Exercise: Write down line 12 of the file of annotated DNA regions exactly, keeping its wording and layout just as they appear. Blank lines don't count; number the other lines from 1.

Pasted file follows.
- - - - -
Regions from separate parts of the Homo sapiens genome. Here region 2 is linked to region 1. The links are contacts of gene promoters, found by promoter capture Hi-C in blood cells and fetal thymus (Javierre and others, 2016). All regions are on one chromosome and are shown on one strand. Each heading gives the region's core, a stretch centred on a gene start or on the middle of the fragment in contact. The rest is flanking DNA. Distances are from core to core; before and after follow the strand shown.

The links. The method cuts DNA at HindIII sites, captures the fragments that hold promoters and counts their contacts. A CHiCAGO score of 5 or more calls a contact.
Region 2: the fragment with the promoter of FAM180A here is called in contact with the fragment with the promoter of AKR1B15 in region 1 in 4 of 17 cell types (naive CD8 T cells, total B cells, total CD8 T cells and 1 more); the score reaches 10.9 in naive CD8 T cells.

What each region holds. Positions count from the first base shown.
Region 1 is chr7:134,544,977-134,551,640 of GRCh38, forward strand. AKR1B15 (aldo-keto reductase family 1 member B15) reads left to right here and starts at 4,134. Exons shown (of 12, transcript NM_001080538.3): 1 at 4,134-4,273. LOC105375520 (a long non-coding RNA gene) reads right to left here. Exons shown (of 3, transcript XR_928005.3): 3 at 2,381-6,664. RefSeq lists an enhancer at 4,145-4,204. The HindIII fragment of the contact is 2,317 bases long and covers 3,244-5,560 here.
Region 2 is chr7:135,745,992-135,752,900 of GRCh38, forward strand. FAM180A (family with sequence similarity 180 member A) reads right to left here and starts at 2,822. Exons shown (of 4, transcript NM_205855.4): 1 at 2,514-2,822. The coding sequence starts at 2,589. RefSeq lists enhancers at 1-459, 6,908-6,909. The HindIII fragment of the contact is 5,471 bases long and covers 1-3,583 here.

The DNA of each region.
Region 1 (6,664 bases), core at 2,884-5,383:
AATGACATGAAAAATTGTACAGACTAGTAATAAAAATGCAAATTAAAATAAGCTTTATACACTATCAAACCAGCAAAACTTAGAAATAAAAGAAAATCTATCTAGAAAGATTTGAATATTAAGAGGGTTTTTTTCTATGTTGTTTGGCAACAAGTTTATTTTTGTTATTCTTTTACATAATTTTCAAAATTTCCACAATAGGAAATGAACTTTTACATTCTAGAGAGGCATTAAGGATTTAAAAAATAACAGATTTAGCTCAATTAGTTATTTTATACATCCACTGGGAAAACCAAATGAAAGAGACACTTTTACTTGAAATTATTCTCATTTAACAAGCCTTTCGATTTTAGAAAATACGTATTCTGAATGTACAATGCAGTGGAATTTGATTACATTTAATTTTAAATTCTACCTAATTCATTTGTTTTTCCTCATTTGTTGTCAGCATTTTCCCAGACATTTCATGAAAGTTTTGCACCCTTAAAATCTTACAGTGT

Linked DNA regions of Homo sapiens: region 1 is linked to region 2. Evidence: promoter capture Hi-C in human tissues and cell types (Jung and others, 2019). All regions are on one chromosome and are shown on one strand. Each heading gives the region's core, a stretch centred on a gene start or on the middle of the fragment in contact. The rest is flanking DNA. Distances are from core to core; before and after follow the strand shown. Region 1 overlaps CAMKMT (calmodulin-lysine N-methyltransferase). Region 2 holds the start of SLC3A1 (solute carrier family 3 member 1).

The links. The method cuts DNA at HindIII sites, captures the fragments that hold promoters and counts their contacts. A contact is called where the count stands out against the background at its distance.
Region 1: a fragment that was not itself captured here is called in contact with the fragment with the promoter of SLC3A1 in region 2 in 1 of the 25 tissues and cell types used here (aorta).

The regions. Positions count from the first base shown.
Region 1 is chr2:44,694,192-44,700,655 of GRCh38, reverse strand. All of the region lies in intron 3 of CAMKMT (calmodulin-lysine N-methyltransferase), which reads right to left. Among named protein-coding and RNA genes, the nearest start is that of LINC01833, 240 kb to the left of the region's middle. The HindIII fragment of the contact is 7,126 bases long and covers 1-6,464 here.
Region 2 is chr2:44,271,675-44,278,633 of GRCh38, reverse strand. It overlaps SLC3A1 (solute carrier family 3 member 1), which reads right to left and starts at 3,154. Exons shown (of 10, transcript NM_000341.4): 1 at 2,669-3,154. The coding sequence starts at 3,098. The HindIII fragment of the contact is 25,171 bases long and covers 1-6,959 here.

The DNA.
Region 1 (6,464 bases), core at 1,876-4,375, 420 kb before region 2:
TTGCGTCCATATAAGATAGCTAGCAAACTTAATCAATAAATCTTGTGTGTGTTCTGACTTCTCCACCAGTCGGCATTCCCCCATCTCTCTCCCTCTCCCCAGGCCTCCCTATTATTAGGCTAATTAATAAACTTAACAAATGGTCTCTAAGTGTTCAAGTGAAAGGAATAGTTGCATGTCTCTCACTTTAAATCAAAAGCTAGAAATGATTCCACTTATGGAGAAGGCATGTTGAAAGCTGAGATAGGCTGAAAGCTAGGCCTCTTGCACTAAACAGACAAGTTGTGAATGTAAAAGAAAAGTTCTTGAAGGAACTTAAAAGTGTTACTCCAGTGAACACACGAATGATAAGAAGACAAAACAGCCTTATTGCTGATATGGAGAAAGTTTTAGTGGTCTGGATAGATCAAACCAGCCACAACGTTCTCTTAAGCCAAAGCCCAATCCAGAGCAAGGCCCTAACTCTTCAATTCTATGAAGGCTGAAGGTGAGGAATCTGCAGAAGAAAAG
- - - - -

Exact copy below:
Region 1: a fragment that was not itself captured here is called in contact with the fragment with the promoter of SLC3A1 in region 2 in 1 of the 25 tissues and cell types used here (aorta).